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Re: Absolute pitch discussion
I would agree with Roy's point that the whole issue of AP is
complicated, so let's not look for simple solutions. The paper by
Deutsch et al is very interesting, but note that its results can be used
just as well as evidence either for genetics or for early tone-language
exposure, since the higher incidence of AP was found in ethnically
Chinese students as compared with non-Chinese; so they were comparing
two populations with different genomes as well as different language
As for the PNAS study, it also presents very interesting and valuable
data, and I like the web-based approach they used. However, I wonder if
the two subpopulations seen in the distribution are somehow a
consequence of the recruiting system used. People were not entered into
the test randomly, rather they self-selected to participate, and people
who know they have AP would naturally want to test themselves to see how
they score. Could it be, therefore, that the over-representation of AP
in the distribution represents a sampling bias?
Robert J. Zatorre, Ph.D.
Montreal Neurological Institute
3801 University St.
Montreal, QC Canada H3A 2B4
web site: www.zlab.mcgill.ca
Roy Patterson wrote:
Absolute pitch is a complicated phenomenon. Readers of the auditory list
should not be fooled by the seeming simplicity of the ongoing discussion
of the past few days. I would recommend balancing the nature views
expressed with the interaction of nature and nurture suggested in the
paper by Diana Deutsch and collaborators in JASA last year. The
reference and abstract are pasted in below.
Regards Roy P
Martin Braun wrote:
You mean, why do so few people develop a cognitive version of absolute
pitch? Well, there are many who are waiting for the answer. Just two days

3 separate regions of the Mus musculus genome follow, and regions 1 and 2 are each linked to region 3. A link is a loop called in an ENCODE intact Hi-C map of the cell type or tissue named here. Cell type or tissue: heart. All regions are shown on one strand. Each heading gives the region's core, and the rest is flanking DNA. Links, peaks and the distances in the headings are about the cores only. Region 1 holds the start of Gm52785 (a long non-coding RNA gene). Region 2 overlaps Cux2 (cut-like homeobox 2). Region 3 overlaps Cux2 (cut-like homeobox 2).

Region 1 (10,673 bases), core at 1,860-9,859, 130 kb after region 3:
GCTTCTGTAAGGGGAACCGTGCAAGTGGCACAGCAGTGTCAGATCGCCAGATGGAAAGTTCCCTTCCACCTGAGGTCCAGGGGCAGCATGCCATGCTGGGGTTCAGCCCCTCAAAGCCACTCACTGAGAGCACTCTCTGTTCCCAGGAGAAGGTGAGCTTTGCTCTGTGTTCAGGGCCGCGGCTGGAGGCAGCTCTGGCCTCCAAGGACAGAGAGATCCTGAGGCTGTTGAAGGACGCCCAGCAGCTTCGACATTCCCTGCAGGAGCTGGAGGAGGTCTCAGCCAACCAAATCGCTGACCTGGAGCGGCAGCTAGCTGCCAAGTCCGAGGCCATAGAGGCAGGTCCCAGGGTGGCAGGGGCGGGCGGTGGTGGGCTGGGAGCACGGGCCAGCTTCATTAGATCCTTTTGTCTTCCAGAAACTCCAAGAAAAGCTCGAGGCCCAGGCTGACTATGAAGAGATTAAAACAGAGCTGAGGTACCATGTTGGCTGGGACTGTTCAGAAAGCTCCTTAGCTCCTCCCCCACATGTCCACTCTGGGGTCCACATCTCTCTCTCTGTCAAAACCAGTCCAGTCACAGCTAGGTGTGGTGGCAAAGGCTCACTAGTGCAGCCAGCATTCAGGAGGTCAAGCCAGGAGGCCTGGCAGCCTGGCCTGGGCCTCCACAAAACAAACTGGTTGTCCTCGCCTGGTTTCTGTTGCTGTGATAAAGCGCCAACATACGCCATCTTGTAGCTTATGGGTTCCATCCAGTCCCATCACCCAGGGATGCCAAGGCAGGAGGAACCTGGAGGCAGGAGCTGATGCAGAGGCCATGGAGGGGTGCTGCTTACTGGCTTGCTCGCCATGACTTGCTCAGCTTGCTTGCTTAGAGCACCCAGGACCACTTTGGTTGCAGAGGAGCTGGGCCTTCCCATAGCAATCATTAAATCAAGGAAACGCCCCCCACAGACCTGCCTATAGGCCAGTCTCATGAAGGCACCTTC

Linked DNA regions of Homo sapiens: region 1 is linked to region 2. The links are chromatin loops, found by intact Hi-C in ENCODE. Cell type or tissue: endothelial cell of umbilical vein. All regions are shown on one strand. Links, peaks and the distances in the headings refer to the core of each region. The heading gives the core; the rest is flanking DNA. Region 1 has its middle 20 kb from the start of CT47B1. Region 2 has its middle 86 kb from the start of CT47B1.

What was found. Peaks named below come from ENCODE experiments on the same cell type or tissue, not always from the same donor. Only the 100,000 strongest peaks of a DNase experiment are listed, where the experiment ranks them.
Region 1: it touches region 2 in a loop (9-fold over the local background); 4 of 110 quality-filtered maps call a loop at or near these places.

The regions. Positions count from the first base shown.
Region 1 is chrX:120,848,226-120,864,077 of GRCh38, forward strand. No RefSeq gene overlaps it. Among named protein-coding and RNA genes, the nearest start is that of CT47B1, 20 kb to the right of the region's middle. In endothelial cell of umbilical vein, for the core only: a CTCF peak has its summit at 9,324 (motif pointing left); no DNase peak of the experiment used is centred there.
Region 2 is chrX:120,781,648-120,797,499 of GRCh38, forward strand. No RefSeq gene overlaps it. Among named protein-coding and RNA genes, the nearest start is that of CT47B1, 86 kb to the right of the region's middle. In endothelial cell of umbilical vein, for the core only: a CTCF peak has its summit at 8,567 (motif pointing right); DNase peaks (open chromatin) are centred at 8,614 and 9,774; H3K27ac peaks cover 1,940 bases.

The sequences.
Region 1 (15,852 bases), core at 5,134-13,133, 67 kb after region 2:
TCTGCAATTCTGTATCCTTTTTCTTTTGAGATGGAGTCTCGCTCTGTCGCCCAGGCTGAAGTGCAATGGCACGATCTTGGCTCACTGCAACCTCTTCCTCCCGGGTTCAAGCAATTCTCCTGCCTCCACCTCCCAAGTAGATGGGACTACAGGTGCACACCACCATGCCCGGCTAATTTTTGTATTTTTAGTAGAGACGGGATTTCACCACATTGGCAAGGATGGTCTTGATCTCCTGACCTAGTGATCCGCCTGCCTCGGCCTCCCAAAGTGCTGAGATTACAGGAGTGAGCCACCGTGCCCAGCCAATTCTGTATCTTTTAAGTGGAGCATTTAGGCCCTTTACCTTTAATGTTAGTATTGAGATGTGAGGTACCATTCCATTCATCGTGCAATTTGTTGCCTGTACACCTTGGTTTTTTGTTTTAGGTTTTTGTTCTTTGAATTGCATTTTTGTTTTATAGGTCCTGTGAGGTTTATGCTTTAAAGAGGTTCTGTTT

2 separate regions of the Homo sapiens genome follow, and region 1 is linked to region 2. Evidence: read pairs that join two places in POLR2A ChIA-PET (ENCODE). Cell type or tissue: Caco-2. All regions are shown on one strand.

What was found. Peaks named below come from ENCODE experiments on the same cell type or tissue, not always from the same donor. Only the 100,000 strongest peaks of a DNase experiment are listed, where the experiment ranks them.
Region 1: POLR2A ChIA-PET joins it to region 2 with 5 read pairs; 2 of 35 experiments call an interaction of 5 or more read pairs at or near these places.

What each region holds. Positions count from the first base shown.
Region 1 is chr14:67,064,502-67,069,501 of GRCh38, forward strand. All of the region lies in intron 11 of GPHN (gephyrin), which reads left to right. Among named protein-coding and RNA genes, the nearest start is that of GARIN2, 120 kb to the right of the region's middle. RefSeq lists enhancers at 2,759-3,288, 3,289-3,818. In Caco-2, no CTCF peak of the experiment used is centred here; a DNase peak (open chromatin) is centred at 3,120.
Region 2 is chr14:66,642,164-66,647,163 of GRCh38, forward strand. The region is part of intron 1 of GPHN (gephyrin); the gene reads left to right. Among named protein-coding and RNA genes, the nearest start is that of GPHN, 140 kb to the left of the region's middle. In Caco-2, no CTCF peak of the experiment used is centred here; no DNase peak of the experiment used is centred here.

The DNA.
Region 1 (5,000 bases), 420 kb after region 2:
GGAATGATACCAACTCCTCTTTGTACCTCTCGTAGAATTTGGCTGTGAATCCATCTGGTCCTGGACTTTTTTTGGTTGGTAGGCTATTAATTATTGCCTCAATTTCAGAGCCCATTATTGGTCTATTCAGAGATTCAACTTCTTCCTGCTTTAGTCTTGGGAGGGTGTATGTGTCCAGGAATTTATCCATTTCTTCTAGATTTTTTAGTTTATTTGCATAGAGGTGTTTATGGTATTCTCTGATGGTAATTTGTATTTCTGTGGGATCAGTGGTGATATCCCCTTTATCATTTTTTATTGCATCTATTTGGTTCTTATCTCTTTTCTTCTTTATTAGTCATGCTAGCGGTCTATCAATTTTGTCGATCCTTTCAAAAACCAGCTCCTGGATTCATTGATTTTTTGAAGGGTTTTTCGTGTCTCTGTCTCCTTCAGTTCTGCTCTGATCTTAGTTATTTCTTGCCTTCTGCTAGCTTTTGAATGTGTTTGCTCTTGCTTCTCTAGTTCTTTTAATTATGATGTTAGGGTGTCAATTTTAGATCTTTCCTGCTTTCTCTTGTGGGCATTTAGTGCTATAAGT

ago there appeared a large-scale survey in PNAS. Perhaps the most
new result is the clear bimodal distribution of the trait. Either people
have it, or they do not have it, with very little in between. This
the possibility of a relatively simple genetic origin of the trait, which
means that the answer may not be too far down the road.
Absolute pitch among American and Chinese conservatory
students: Prevalence differences, and evidence
for a speech-related critical period (L)a)
Department of Psychology, University of California, San Diego, La Jolla,
Department of Music, University of California, San Diego, La Jolla,
Department of Music Theory, Eastman School of Music, Rochester, New York
College of Music, Capital Normal University, Beijing, 10037, China
_Received 12 September 2005; revised 20 November 2005; accepted 21
Absolute pitch is extremely rare in the U.S. and Europe; this rarity has
so far been unexplained. This paper reports a substantial difference in
the prevalence of absolute pitch in two normal populations, in a
large-scale study employing an on-site test, without self-selection from
within the target populations. Music conservatory students in the U.S.
and China were tested. The Chinese subjects spoke the tone language
Mandarin, in which pitch is involved in conveying the meaning of words.
The American subjects were nontone language speakers. The earlier the
age of onset of musical training, the greater the prevalence of absolute
pitch; however, its prevalence was far greater among the Chinese than
the U.S. students for each level of age of onset of musical training.
The findings suggest that the potential for acquiring absolute pitch may
be universal, and may be realized by enabling infants to associate
pitches with verbal labels during the critical period for acquisition of
features of their native language. © 2006 Acoustical Society of America.
PACS number_s_: 43.75.Cd _NHF_ Pages: 719–722
Neuroscience of Music
S-671 95 Klässbol
web site: http://w1.570.telia.com/~u57011259/index.htm
----- Original Message ----- From: "Kevin Austin"
Sent: Wednesday, August 29, 2007 9:37 AM
Subject: Absolute pitch development
Thank you. And the question for me follows as to why so few people
absolute pitch if the (mapping) structure exists and is used.